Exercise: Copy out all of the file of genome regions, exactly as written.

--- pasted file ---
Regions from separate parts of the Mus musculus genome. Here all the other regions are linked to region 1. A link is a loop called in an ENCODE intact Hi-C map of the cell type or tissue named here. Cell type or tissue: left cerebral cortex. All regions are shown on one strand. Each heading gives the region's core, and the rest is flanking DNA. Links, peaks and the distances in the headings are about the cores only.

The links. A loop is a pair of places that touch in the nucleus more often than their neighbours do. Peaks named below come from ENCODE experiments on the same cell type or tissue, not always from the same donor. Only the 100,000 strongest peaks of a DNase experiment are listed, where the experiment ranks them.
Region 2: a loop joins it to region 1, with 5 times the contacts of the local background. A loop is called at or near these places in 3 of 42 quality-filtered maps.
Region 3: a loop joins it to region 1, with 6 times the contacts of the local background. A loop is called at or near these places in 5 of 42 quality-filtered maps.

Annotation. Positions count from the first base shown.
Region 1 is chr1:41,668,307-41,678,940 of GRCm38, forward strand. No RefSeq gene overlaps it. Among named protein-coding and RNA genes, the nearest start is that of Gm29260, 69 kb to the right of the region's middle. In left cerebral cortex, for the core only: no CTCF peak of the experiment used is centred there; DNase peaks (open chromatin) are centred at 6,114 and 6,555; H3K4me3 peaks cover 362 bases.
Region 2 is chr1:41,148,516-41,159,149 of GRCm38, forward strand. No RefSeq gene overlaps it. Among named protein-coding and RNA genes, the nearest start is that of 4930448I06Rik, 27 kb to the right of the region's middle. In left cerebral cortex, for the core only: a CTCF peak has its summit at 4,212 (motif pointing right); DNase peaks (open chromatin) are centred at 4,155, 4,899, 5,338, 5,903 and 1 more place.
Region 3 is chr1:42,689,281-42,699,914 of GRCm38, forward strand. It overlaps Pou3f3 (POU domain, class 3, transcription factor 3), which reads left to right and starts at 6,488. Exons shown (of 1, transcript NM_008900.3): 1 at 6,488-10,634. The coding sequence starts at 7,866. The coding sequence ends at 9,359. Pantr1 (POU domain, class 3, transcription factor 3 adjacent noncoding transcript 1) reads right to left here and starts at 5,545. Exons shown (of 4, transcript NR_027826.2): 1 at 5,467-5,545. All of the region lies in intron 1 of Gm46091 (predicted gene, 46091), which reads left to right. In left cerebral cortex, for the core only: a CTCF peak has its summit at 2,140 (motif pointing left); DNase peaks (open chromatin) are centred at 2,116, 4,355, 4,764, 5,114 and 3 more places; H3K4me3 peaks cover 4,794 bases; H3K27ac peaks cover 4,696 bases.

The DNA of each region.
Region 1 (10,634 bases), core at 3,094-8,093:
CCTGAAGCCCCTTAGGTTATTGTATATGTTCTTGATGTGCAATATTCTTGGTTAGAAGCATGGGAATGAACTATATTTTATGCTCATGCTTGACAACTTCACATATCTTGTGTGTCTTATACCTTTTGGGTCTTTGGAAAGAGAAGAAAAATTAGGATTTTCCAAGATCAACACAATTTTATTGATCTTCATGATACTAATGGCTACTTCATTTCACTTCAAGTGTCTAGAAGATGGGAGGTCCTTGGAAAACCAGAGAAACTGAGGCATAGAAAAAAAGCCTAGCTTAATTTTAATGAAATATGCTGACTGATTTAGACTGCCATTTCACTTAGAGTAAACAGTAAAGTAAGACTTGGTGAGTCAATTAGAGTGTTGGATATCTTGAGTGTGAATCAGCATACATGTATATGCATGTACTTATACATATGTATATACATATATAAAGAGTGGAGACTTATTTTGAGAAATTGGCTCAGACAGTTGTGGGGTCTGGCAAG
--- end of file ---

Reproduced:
Regions from separate parts of the Mus musculus genome. Here all the other regions are linked to region 1. A link is a loop called in an ENCODE intact Hi-C map of the cell type or tissue named here. Cell type or tissue: left cerebral cortex. All regions are shown on one strand. Each heading gives the region's core, and the rest is flanking DNA. Links, peaks and the distances in the headings are about the cores only.

The links. A loop is a pair of places that touch in the nucleus more often than their neighbours do. Peaks named below come from ENCODE experiments on the same cell type or tissue, not always from the same donor. Only the 100,000 strongest peaks of a DNase experiment are listed, where the experiment ranks them.
Region 2: a loop joins it to region 1, with 5 times the contacts of the local background. A loop is called at or near these places in 3 of 42 quality-filtered maps.
Region 3: a loop joins it to region 1, with 6 times the contacts of the local background. A loop is called at or near these places in 5 of 42 quality-filtered maps.

Annotation. Positions count from the first base shown.
Region 1 is chr1:41,668,307-41,678,940 of GRCm38, forward strand. No RefSeq gene overlaps it. Among named protein-coding and RNA genes, the nearest start is that of Gm29260, 69 kb to the right of the region's middle. In left cerebral cortex, for the core only: no CTCF peak of the experiment used is centred there; DNase peaks (open chromatin) are centred at 6,114 and 6,555; H3K4me3 peaks cover 362 bases.
Region 2 is chr1:41,148,516-41,159,149 of GRCm38, forward strand. No RefSeq gene overlaps it. Among named protein-coding and RNA genes, the nearest start is that of 4930448I06Rik, 27 kb to the right of the region's middle. In left cerebral cortex, for the core only: a CTCF peak has its summit at 4,212 (motif pointing right); DNase peaks (open chromatin) are centred at 4,155, 4,899, 5,338, 5,903 and 1 more place.
Region 3 is chr1:42,689,281-42,699,914 of GRCm38, forward strand. It overlaps Pou3f3 (POU domain, class 3, transcription factor 3), which reads left to right and starts at 6,488. Exons shown (of 1, transcript NM_008900.3): 1 at 6,488-10,634. The coding sequence starts at 7,866. The coding sequence ends at 9,359. Pantr1 (POU domain, class 3, transcription factor 3 adjacent noncoding transcript 1) reads right to left here and starts at 5,545. Exons shown (of 4, transcript NR_027826.2): 1 at 5,467-5,545. All of the region lies in intron 1 of Gm46091 (predicted gene, 46091), which reads left to right. In left cerebral cortex, for the core only: a CTCF peak has its summit at 2,140 (motif pointing left); DNase peaks (open chromatin) are centred at 2,116, 4,355, 4,764, 5,114 and 3 more places; H3K4me3 peaks cover 4,794 bases; H3K27ac peaks cover 4,696 bases.

The DNA of each region.
Region 1 (10,634 bases), core at 3,094-8,093:
CCTGAAGCCCCTTAGGTTATTGTATATGTTCTTGATGTGCAATATTCTTGGTTAGAAGCATGGGAATGAACTATATTTTATGCTCATGCTTGACAACTTCACATATCTTGTGTGTCTTATACCTTTTGGGTCTTTGGAAAGAGAAGAAAAATTAGGATTTTCCAAGATCAACACAATTTTATTGATCTTCATGATACTAATGGCTACTTCATTTCACTTCAAGTGTCTAGAAGATGGGAGGTCCTTGGAAAACCAGAGAAACTGAGGCATAGAAAAAAAGCCTAGCTTAATTTTAATGAAATATGCTGACTGATTTAGACTGCCATTTCACTTAGAGTAAACAGTAAAGTAAGACTTGGTGAGTCAATTAGAGTGTTGGATATCTTGAGTGTGAATCAGCATACATGTATATGCATGTACTTATACATATGTATATACATATATAAAGAGTGGAGACTTATTTTGAGAAATTGGCTCAGACAGTTGTGGGGTCTGGCAAG